While working on SQL Challenge #19, the challenge's writers provided a small sample data set of just 10 records. Purportedly a larger data set existed too, but I couldn't find the larger data set in the Wayback Machine (where I had to go in order to find the actual Challenge description dated 2009). I wanted a larger set in order to test the scalability of various queries.


 


So I had to generate my own hierarchy.  As usual, I had to thrash around a bit, but my data-generator seemed to work just fine.


 


However, I noticed in retrospect that the generated hierarchical data set was "complete", not "ragged." In other words, all the leaf-nodes were at the bottom two levels of the hierarchy. A realistic organizational hierarchy would be "ragged": the CEO could have some direct reports, which in turn managed no one -- these would probably be trusted advisors, consultants, or staff positions (positions much as I'd like to have: highly -paid, -regarded, but with no "line" responsibilities... :)


 


I think I've succeeded (regarding the data generation, not the sinecure). The following query generates a hierarchy. The top node (the "CEO", if you will) gets a full span-of-control, but everyone underneath has a 20% chance of having no subordinates ("20%" is an approximate statement, not a formal probability). 


 


I bolded the query change from last time, and specifically list the "skipped" nodes (members of the organization without direct reports):


 


WITH

--------------------------------------------------------------------------------
-- Parameters (single record)
--------------------------------------------------------------------------------
parm AS (
SELECT 100 AS NewEmployeeCnt -- start with zero employees, then count
, 3 AS NewSubordinateCnt -- start with zero per manager, then count
FROM DUAL
),------------------------------------------------------------------------------
-- employees and hierarchy. PK = employeeID
--------------------------------------------------------------------------------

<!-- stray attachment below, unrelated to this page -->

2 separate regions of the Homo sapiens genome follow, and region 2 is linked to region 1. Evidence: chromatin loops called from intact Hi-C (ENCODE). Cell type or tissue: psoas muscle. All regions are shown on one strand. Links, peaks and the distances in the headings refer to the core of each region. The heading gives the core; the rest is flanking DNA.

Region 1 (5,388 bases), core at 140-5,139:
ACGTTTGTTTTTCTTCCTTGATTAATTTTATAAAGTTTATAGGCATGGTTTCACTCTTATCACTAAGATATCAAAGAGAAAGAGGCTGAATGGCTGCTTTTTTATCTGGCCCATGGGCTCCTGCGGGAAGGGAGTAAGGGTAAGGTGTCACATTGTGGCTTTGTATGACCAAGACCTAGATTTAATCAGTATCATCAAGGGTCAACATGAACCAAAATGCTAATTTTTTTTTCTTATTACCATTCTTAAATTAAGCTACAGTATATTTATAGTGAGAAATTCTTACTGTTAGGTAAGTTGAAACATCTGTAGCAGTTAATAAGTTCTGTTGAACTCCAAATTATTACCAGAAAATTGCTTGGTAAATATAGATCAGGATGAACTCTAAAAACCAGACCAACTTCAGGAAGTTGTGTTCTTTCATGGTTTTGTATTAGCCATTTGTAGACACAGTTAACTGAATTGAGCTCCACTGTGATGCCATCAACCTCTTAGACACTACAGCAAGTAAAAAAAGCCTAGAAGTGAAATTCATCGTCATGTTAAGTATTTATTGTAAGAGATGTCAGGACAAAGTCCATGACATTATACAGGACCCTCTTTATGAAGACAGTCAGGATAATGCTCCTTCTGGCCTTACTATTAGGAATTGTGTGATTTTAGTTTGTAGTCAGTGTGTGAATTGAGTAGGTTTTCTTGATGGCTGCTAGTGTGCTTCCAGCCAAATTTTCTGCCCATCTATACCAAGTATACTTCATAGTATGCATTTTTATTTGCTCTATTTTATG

emp_hier ( employeeID, EmployeeName, ReportsTo
, NewSubordinateCnt, NewEmployeeCnt, MAXSubCnt
) AS (
SELECT 1 AS employeeID
, TO_CHAR( to_date(1,'J'),'Jsp') AS EmployeeName
, 1 AS ReportsTo -- selfish at the top
, parm.NewSubordinateCnt
, parm.NewEmployeeCnt
, parm.NewSubordinateCnt AS MAXSubCnt
FROM parm
UNION ALL
SELECT emp_hier.employeeID + 1
, TO_CHAR( to_date(emp_hier.employeeID + 1,'J'),'Jsp') AS EmployeeName
, CASE WHEN NewSubordinateCnt > 1
THEN emp_hier.ReportsTo
ELSE emp_hier.ReportsTo + 1
+ CASE WHEN DBMS_RANDOM.VALUE > 0.2
THEN 0 ELSE 1 -- 20% ragged
END
END AS ReportsTo
, CASE WHEN NewSubordinateCnt > 1
THEN NewSubordinateCnt - 1
ELSE ROUND(DBMS_RANDOM.VALUE*emp_hier.MAXSubCnt,0)
END AS NewSubordinateCnt
, NewEmployeeCnt - 1 AS NewEmployeeCnt
, emp_hier.MAXSubCnt
FROM emp_hier
WHERE NewEmployeeCnt >= 1
) ------------------------------------------------------------------------------
-- Pretty-up the results
--------------------------------------------------------------------------------
SELECT employeeID
, SUBSTR(EmployeeName,1,1) -- AS FirstName (initial)
||'. '
||InitCap(SUBSTR(EmployeeName,2,999)) -- AS LastName
AS EmployeeName
, CASE WHEN ReportsTo = employeeID
THEN NULL ELSE ReportsTo
END AS ReportsTo
, CASE WHEN ReportsTo
-LAG(ReportsTo)OVER(ORDER BY employeeID) > 1
THEN ReportsTo-1 END AS jumped
FROM emp_hier
ORDER BY 1


 


The first part of the results when I ran it are as follows:


 


EMPLOYEEID EMPLOYEENAME     REPORTSTO     JUMPED

---------- --------------- ---------- ----------
1 O. Ne
2 T. Wo 1
3 T. Hree 1
4 F. Our 2
5 F. Ive 3
6 S. Ix 3
7 S. Even 4
8 E. Ight 4
9 N. Ine 6 5
10 T. En 6
11 E. Leven 8 7
12 T. Welve 9
13 T. Hirteen 9
14 F. Ourteen 11 10
15 F. Ifteen 11
16 S. Ixteen 12
17 S. Eventeen 13
18 E. Ighteen 13
19 N. Ineteen 13
20 T. Wenty 14
21 T. Wenty-One 15
22 T. Wenty-Two 15
23 T. Wenty-Three 16
24 T. Wenty-Four 17
25 T. Wenty-Five 18
26 T. Wenty-Six 18
27 T. Wenty-Seven 19
28 T. Wenty-Eight 19
29 T. Wenty-Nine 20
30 T. Hirty 20
31 T. Hirty-One 20
32 T. Hirty-Two 21
33 T. Hirty-Three 22
34 T. Hirty-Four 22
35 T. Hirty-Five 23
36 T. Hirty-Six 23
37 T. Hirty-Seven 24
38 T. Hirty-Eight 24
39 T. Hirty-Nine 25
40 F. Orty 25
41 F. Orty-One 26
42 F. Orty-Two 26
43 F. Orty-Three 27
44 F. Orty-Four 29 28
...


 


I'm happier. As you can verify, employees/nodes 5, 7, 10 and 28 have no subordinates.


 


<END>


 


Here's a summary of another run, where you can see there are "leaves" (employees without direct reports) scattered throughout the hierarchy.


 



...
select depth#
, sum(case when leafer = 0 then 1 end) as interior
, sum(case when leafer = 1 then 1 end) as leaf
, count(*) as node_cnt
from (
select r.*
, LEVEL as depth#
, CONNECT_BY_ISLEAF AS Leafer
from results r
start with Reportsto IS NULL
connect by prior employeeID = ReportsTo
) group by depth# order by 1,2
SQL> /

DEPTH# INTERIOR LEAF NODE_CNT
------ ---------- ---------- ----------
1 1 1
2 2 2
3 2 1 3
4 4 4
5 7 7
6 5 2 7
7 6 2 8
8 8 2 10
9 8 3 11
10 10 4 14
11 8 11 19
12 15 15


 


Looks good.


 






 


The image is my rendering of the SQL Challenge 19 small-sample data set.